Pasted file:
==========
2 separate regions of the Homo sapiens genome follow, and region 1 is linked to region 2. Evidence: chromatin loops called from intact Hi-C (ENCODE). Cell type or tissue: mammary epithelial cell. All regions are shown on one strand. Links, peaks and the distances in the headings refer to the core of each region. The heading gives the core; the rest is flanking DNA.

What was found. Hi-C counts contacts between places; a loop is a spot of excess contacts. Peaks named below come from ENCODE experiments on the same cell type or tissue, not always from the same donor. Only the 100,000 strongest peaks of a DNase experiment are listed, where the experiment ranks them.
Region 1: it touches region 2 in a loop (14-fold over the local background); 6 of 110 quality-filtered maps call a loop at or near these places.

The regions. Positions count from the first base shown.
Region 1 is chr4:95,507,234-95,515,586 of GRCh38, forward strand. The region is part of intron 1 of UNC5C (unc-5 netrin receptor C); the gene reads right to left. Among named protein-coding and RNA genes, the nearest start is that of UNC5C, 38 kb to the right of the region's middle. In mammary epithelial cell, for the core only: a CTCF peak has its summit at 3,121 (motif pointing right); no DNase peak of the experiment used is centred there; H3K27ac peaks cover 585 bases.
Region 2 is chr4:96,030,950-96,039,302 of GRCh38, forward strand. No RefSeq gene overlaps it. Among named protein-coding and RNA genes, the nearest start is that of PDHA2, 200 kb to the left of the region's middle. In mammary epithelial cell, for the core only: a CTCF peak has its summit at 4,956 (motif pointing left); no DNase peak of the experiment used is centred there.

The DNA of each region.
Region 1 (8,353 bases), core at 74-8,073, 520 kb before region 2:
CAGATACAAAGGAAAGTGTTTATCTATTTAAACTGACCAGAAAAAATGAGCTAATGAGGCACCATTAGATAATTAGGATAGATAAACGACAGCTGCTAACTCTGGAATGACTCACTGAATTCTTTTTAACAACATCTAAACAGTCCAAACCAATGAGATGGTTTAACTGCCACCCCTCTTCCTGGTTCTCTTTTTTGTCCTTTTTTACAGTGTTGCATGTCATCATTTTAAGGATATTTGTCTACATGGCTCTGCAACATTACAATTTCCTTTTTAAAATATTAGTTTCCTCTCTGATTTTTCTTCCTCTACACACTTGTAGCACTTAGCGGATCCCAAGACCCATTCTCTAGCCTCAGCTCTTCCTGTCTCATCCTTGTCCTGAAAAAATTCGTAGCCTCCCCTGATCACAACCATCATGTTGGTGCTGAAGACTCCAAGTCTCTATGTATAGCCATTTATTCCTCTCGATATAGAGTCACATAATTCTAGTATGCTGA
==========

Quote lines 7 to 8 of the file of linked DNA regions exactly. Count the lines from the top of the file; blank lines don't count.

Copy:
The DNA of each region.
Region 1 (8,353 bases), core at 74-8,073, 520 kb before region 2: